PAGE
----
If ( a big if) the best ima folks of old achieved this kind of “autopilot” qigong mastery at the same time they achieved perfect biomechanics, techniques and “no mind” flow, no wonder people thought they were so powerful. It’s hard for me to believe one could achieve that without at least some theoretical knowledge of the meridians and these concepts but it’s hard to know what would have been common knowledge. Regular people today don’t understand medical theory, either, but have some concepts floating around in common parlance like “cold virus”, “bacterial infection”, “immune system”, “cardiovascular system”, “heart rate”, “blood pressure”, “cholesterol”, etc. The Taoist based arts’ students must have at least had some basic conception of the larger body of knowledge in qigong and TCM. Words like “meridian”, “qi flow”, “dantian” probably were somewhat analogous to those modern terms today. No one really has a deep understanding of them but can throw the terms around to the point that everyone thinks they actually do have an understanding of them. I think neijia that attempts to integrate what is practical from TCM with MA is mostly lost or getting more lost now because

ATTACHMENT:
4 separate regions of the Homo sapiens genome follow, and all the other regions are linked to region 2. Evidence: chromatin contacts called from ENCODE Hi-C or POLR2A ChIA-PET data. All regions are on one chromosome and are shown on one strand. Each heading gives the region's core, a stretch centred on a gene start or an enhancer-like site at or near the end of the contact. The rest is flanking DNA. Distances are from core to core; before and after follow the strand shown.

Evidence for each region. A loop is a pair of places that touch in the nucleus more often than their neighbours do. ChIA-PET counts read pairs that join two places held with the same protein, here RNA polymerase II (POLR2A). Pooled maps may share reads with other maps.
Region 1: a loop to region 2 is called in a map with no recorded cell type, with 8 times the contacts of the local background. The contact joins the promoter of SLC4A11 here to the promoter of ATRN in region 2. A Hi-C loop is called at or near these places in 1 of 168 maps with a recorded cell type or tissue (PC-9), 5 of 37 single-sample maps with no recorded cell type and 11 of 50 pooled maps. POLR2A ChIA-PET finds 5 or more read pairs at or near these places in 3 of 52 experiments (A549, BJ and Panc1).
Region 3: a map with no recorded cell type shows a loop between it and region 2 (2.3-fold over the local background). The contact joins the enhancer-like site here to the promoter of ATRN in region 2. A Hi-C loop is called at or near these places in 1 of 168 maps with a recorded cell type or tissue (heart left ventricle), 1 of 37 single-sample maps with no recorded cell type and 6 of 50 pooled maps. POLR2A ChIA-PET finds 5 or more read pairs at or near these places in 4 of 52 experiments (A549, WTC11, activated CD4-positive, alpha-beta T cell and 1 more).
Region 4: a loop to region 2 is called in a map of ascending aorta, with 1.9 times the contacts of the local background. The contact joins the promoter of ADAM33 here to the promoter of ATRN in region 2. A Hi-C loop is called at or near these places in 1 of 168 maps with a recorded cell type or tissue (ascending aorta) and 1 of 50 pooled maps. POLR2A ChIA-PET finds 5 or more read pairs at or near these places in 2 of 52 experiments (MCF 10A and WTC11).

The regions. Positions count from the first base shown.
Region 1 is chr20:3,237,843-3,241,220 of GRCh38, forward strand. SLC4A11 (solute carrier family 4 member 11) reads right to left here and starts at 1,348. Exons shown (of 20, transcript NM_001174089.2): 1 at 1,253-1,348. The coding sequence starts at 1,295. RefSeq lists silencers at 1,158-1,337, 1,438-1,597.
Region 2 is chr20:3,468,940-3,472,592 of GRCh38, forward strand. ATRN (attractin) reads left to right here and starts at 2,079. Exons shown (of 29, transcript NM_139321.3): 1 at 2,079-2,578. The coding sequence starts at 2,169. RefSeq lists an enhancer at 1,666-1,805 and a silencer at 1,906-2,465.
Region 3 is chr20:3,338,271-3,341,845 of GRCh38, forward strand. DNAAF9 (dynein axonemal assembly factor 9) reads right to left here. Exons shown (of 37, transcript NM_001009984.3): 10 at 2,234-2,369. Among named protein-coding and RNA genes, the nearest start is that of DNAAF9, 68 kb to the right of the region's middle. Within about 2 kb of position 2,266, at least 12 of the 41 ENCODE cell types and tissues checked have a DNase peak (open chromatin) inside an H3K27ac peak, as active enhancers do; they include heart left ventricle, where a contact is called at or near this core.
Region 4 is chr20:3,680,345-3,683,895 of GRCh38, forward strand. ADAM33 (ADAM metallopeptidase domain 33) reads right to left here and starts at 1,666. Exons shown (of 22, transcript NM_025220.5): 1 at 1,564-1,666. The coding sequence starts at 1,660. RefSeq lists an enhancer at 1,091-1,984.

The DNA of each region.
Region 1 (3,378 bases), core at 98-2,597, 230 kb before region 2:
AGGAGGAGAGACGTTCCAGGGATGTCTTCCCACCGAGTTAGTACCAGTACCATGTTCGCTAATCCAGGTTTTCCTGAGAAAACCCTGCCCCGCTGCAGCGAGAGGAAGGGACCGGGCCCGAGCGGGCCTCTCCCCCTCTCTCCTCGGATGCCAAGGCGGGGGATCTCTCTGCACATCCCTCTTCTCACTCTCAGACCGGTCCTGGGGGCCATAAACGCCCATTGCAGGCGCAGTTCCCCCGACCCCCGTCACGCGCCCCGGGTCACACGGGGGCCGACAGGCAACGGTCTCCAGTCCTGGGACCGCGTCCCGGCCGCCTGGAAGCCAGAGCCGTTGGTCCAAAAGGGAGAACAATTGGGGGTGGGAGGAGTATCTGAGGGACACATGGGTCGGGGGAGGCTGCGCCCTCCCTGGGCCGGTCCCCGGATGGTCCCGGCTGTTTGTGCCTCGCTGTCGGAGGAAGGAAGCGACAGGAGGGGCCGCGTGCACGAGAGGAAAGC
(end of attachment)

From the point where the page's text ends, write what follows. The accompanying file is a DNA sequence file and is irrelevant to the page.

1) a newer, different worldview is assumed to be totally incompatible (instead of alternatives that can be “mixed” sort of like mma)
2) no one will put in the work (possibly related to #1 and more probably because each discipline is so hard in and of itself and no one really needs to do so any more as a practical matter),
3) some of the best methods that still exist, e.g., yiquan’s standing, threw out the traditional vocabulary and concepts, erasing an important link that could reconcile the problem of point #1 above,
4) beginners aren’t interested in building a foundation based on something deceptively simple like standing. they want to work on hand waving choreography or something useless. Teachers who need to make a living have to cater to that demand.
5) getting into “qi hugging” seems to motivate one for health and healing and demotivate one for danger and destruction, at least in the atomic age, and
6) probably much more.
On the flip side, if the popular culture starts talking about terms like “meridians”, that makes it more likely for a niche group to pick up on that… my next post will look at marketing qigong to certain segments of the market.